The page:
Rural living in Costa Rica

The children walk this path to the main road to catch the bus to school. It must take them at least 30 minutes in the hot afternoon sun to get home.
A Caballero and his Ox and cart on a ranch outside of our town.

Rural Ticos live a family centered life in very close knit communities.   Each evening the community center has a party with music and laughter we can hear from our balcony.

Just a few hundred meters off the main road and it looks like it must have 100 years ago.  Clap-board and corrugated metal homes and many generations live on the same driveway.  Their yards are kept with pride…pretty flowering hedges outline their property…free running chickens…turkeys…pigs in a pen…and fruit trees.  Lots of fruit trees!  🙂  Beauty and bounty grow easily in the climate with a little TLC.

Very few people own cars in rural Costa Rica.  Ticos walk everywhere…to the bus stop, work or church.   

Daily we see people who walk 7 kilometers to the bus and back along our road.  Lots of people use a bicycle to get around.  We often see Dads or Mom’s with a kid dressed in their school uniforms riding the handle bars on their way to school in the mornings.  Some families have a motorcycle and balance everyone on including the dog to go to town (no joke!).  It’s another post altogether to talk about the crazy things we have seen loaded on motorcycles..ladders, pulling wheelbarrows like trailers, even a toilet once!)

Grapefruit is not popular here. The fruit his family doesn’t eat usually rots on the ground. He didn’t want to charge us at all for this amazing fruit! He finally settled on 100 colones which is about .20 US. per grapefruit.

Our next door neighbors seem to have this life.  Federico’s multi-generational family live together on about a half acre.    In the evening I always hear laughter of the young cousins horsing around.  In the mornings I hear their chickens scratching in the lot below.  As I walk by their gate I get a smile and a friendly “hola” and maybe even a short conversation. 

living fences line the property borders Everything is open.

A few weeks ago we were invited to get some grapefruit from a friend’s neighbor.  You can’t find grapefruit in the stores here and I love love love grapefruit.  Well, I was like a kid on a field trip, picking up this grapefruit.  We parked at a gate which was on a very steep dirt road and no houses were in sight.  We passed through the gate and walked half a mile and finally to a walking path that led to their home.

Can you see Jorge high up in that tree?…DH shading his eyes to watch

He climbed these 40′ trees with a home made ladder in his bare feet to pick the grapefruit! He filled a giant feed bag with grapefruit 4 times.  Amazing!

the sweetest grapefruit I have ever tasted. What a treat!

The walk to grapefruit

Make room in the garden

I started reading my Bible every morning somewhere in July. Yes, I’ve been a Christian for 25 years…and have ‘found’ time for study in the past…even consistent study for a few weeks. Always, after a short time something felt more pressing and my study time fell away. Like seeds rooted in rocky soil the habit had nothing to hold it to it’s place in my day.

I love this old worn out chair!

In order to create room for anything new, something old needs to be removed. We always fill all the space we have with things…the time we have with ‘to-do’s… I think about when I rearrange furniture. Something has always got to go to make room for the new. It is common sense, yes, but it’s not easy. What needs to go isn’t always something useless, bad or unhealthy. It’s hard to get rid of what is comfortable and familiar to make room for something that is better or healthier…It’s hard to get rid of our old worn out chair that is comfortable and full of memories…the one I read to my kids in…the one in all the Christmas pictures for the past 25 years… The new chair will be just as comfortable, no holes in the upholstery and look fantastic! I’m even excited about the new chair. But still, the familiar and comfortable has to go. I need to make room for the new and better.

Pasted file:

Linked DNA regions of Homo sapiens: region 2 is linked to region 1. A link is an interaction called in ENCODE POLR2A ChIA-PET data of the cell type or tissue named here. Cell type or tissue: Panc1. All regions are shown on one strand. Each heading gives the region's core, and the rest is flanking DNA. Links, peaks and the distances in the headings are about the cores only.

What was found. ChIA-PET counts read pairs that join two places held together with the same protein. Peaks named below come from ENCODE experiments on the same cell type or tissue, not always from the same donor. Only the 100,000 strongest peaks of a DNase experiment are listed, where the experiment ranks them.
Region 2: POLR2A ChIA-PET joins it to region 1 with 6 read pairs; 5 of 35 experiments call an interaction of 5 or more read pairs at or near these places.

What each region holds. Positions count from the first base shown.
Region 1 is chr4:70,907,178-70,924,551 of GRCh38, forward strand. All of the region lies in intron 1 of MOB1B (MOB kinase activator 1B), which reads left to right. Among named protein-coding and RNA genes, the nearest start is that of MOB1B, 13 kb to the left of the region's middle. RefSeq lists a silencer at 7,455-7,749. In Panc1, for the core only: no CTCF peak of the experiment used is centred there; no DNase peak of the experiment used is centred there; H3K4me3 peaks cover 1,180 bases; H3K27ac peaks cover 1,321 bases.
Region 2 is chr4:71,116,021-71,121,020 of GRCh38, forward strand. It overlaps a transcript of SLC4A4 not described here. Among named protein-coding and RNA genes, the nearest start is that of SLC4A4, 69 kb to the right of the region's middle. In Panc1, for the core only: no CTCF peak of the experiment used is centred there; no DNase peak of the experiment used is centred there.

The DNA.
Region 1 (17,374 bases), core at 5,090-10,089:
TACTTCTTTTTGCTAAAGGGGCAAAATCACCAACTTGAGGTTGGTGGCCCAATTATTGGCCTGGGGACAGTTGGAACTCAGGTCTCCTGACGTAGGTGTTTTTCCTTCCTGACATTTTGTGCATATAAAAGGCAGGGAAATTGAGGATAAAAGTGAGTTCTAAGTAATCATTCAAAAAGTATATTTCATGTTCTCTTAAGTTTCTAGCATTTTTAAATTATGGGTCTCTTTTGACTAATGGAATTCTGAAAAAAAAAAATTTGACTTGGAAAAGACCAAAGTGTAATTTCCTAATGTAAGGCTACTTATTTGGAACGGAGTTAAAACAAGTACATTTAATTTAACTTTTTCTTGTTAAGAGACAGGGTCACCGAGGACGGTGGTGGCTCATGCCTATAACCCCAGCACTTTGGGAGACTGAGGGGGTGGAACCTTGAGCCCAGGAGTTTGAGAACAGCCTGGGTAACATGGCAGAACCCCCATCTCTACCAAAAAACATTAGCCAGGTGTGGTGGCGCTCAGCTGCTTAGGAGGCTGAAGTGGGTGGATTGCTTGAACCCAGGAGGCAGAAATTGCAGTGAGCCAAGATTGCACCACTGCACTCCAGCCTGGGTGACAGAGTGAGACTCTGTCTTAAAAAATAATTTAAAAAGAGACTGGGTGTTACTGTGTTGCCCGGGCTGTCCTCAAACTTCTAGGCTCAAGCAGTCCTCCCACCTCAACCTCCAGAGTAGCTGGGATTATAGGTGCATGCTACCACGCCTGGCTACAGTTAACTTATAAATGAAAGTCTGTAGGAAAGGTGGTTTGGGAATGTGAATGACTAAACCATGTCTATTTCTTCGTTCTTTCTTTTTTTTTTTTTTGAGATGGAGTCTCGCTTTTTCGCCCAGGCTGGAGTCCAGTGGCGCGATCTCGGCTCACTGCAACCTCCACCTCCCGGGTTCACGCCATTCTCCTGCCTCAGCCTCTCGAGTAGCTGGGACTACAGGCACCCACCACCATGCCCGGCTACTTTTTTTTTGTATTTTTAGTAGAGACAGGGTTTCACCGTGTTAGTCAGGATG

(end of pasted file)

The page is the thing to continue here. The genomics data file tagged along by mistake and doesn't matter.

This story I read this morning says it well from Discovering Joy in Philippians by Pam Farrel, Jean E. Jones and Karla Dornacher. It’s a garden analogy which is always easy for me to understand. 🙂

“One spring I decided to grow lettuce. I bought a pony pack each of romaine and red leaf lettuce. I nestle some among just-sprouting amaryllises and planted the rest in the empty pots. I figured when the amaryllises finished blooming, the growing lettuce leaves would hide their fading leaves and within weeks take their place entirely.

All went well…for a while.

But by mid spring, the lettuce tucked among the amaryllises was stunted and tough, while the other plants were round and tender.

I don’t have amaryllis in my garden but I do have beautiful Iris

That’s when it hit me. Amaryllises aren’t annuals-plants that completely die back after blooming. They’re bulbs, so even though what’s on the surface dies back, what’s under the soil multiplies. The lettuce roots had no room to grow and couldn’t produce healthy leaves.

Amused at my cluelessness, I thought, Isn’t this like what happens when we try to add a new spiritual habit without making space for it? After all, adding a spiritual habit doesn’t happen magically. We usually need to eliminate something to make room.

Nestling lettuce among amaryllis bulbs doesn’t work, so if you feel God tugging you to take on a spiritual habit of eternal value, creatively make space for it.”

It’s true for any healthy new habit. We need to remove something in our day for the new habit to have room to sink deep roots.

Colorado September 2019

Glorify the Lord with me;
let us exalt his name together.
I sought the Lord, and he answered me;
he delivered me from all my fears. Psalm 34:3-4